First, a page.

Sharon, of Where’s Sharon fame, echoed this sentiment. She says that to her, “being a digital nomad is all about freedom. The freedom to choose where we live, how we work and when we work.” Well said!
So you can be a digital nomad in your backyard–at least according to Chris, Jeremy, Sharon, and me–regardless of what my hater says.
What it isn’t
When I talked to David over at The Luxpats, he pointed out something that I notice when I’m lurking around some digital nomad-related subreddits.
About the digital nomad designation, he told me that he thinks “a lot of people get stuck on this term for longer than it deserves. I would define it as someone who has managed to merge their career with travel.” He goes on to say:
Too many people read “digital nomad” as a career or something you can just pay a lifestyle coach to sort out. Of course, there are careers that are more amenable to travel, but in my definition, it assumed you’ve sorted out the career side of things prior to traveling. Therefore, you could be a digital sailer, digital homesteader (non-nomad), etc. Where people seem to be misled by the term/lifestyle is that they move to Thailand they can become a digital nomad…sort of cart before the horse scenario. I encourage nomads-to-be to focus on the work first, not the lifestyle it provides.David of @theluxpats points out that too many put the cart before the horse. #digitalnomad. Click To Tweet
Almost daily I see a post where someone asks what they should learn or what field to go into in order to become a digital nomad. I get that–you want the lifestyle, and the job is just a detail. Good for you!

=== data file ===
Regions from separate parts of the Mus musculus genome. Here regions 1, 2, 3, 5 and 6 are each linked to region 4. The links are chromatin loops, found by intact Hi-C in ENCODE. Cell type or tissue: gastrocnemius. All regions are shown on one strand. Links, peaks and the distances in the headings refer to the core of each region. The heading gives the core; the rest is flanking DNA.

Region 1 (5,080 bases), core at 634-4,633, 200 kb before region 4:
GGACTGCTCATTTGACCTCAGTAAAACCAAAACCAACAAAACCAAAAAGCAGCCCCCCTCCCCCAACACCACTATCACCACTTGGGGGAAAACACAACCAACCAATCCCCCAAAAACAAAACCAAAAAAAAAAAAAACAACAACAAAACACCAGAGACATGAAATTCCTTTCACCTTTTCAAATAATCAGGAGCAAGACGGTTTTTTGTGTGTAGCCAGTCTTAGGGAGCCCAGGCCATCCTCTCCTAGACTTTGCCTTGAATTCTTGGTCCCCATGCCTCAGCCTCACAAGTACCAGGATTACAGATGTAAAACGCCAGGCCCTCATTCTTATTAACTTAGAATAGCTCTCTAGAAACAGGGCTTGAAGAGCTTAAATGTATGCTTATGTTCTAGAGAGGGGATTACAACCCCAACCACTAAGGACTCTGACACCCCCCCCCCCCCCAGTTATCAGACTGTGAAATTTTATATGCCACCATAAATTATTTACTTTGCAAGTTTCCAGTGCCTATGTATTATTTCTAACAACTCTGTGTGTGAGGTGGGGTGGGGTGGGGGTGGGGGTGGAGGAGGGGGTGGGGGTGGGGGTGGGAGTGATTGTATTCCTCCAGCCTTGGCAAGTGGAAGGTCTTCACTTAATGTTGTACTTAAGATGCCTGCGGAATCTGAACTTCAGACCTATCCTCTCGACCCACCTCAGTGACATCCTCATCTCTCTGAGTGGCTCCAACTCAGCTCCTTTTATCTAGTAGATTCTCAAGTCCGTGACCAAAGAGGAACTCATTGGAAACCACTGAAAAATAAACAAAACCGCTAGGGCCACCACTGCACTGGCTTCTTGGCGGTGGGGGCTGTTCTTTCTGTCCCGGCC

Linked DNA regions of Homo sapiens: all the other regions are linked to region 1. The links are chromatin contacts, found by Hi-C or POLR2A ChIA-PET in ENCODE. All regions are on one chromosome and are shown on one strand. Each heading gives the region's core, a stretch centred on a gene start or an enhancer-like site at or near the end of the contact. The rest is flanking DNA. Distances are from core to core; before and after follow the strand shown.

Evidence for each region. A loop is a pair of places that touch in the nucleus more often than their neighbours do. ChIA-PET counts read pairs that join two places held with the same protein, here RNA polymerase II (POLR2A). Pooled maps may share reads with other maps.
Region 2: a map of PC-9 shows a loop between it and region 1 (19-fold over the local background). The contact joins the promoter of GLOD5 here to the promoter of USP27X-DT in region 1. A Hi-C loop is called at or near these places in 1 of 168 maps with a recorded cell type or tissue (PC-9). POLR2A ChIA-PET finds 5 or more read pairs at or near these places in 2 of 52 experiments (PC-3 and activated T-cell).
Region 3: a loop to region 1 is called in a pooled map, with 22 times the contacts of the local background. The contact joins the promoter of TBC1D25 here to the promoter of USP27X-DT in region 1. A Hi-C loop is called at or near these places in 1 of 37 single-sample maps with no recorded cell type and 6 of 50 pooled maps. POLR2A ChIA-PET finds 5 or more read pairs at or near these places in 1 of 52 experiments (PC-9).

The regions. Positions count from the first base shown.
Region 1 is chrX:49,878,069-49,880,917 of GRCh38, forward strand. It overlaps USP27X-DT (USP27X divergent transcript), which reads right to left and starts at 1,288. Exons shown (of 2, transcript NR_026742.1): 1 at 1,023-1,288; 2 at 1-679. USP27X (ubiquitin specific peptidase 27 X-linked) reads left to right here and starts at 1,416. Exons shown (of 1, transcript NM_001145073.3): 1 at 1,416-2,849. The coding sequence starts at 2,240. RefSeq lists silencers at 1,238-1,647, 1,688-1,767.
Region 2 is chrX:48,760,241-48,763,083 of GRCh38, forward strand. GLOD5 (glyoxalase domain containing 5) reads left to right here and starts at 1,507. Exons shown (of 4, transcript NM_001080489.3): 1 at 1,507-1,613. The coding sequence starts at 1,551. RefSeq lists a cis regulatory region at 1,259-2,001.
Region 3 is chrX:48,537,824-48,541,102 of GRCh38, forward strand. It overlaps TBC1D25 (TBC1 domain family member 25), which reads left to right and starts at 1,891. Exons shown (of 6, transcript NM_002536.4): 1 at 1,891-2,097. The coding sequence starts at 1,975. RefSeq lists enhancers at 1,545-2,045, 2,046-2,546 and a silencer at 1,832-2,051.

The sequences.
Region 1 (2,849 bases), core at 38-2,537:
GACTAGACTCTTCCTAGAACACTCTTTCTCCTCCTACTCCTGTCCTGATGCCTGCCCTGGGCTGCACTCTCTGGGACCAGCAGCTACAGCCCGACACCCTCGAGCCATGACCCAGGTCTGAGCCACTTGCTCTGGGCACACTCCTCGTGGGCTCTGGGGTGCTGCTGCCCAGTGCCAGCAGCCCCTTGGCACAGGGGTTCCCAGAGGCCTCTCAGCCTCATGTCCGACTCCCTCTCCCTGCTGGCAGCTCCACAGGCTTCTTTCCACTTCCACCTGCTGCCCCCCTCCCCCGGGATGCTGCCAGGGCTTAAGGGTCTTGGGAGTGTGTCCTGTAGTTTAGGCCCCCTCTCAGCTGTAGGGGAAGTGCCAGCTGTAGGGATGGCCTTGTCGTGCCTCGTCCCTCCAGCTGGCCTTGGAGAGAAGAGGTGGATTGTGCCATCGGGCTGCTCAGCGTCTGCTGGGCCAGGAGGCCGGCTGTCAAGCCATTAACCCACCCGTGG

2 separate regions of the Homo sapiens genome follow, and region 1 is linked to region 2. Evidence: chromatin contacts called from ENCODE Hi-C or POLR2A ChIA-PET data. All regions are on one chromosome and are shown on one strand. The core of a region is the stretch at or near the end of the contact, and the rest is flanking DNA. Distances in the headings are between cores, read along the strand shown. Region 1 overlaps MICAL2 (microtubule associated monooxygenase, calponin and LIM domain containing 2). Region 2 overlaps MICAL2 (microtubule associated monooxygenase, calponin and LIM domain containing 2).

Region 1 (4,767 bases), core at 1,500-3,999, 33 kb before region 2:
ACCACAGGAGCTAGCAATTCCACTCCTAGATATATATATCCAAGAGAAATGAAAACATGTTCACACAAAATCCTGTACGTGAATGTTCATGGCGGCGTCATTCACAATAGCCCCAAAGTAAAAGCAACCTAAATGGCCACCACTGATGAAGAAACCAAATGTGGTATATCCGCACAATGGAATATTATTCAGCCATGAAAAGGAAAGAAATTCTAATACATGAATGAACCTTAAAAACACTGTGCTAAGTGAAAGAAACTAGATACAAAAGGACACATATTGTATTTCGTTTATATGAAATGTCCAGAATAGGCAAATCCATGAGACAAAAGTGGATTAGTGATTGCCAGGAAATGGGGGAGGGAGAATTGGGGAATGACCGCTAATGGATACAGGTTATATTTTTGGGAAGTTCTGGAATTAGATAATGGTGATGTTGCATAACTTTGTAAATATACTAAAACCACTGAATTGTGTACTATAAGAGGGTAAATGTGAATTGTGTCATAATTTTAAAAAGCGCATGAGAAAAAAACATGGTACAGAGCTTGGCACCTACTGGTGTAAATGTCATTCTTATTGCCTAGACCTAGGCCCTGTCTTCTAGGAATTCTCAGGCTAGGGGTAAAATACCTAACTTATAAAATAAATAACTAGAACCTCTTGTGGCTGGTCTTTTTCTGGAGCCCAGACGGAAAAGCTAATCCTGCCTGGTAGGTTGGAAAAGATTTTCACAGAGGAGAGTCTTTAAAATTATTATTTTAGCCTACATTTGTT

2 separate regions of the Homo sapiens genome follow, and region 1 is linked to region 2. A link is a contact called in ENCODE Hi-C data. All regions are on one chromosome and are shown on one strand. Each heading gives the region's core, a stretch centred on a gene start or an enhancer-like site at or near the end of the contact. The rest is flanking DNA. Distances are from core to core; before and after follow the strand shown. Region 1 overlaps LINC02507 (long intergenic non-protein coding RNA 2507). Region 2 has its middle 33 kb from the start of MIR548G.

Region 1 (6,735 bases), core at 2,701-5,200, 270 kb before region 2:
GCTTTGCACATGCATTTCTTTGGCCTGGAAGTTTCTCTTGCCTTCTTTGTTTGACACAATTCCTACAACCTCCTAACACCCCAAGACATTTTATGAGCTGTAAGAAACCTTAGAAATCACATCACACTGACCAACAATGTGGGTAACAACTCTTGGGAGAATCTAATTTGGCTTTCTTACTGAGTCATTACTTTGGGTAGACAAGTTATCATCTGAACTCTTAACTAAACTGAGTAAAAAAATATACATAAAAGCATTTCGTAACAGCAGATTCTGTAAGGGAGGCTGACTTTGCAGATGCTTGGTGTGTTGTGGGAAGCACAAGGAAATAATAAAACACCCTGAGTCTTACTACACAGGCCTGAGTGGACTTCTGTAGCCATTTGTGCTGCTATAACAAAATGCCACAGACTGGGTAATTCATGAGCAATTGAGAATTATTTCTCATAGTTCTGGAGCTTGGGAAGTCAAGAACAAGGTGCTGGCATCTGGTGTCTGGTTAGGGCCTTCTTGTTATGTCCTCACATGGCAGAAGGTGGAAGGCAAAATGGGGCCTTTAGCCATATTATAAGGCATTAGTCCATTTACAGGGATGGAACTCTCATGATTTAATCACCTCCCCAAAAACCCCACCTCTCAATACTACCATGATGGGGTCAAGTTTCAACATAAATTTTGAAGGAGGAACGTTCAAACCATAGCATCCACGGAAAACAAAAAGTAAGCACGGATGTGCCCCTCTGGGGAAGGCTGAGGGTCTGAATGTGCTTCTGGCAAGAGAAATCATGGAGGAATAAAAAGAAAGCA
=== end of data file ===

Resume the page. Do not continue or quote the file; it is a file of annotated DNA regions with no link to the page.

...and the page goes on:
Then there are those who say they already are digital nomads. But they just arrived in Portugal or Brazil or wherever, and now they want to know where to find digital nomad jobs!
It seems that these folks thought you just show up at a coworking space in a random country and there would be a startup founder dishing out jobs to any expat who stumbled in the door. Or that you can just declare yourself a digital nomad and start making money as soon as you scooped up a laptop–no skills or clients required.
Thankfully, some of these folks figure it out and make a go of it. Others max out their credit cards on flights home sooner than expected.
What I wish it wasn’t
Back to Chris, my new favorite blogger.
Chris’ blog has this brutal post about some of the most egregious and cringe-worthy digital nomad BS out there. And it’s a great reminder of some of the ugly that the throngs of computer-armed expats bring with them to whatever beautiful location they choose to call their temporary home.
And I wish this would stop!
Too many digital nomads are all too eager to pet doped up tigers, ride elephants, or swim with dolphins.
Others try to help the “poor” locals and toss some volunteering in the mix… undermining local communities and putting locals out of work in the process.
And I could keep going. But you can also read Chris’ post.
What it’s really like
There is a lot of awesome stuff about being location independent, having a portable career, being a remote worker, living the digital nomad lifestyle, or whatever you want to call it. But as with everything, there are downsides too. Heck, I just talked about this in my last post on what it’s like being a digital nomad!
To me, being a digital nomad means having great freedom and flexibility to live the way I want. That’s why I’ve chosen this all-remote lifestyle, and I don’t plan on ditching it anytime soon!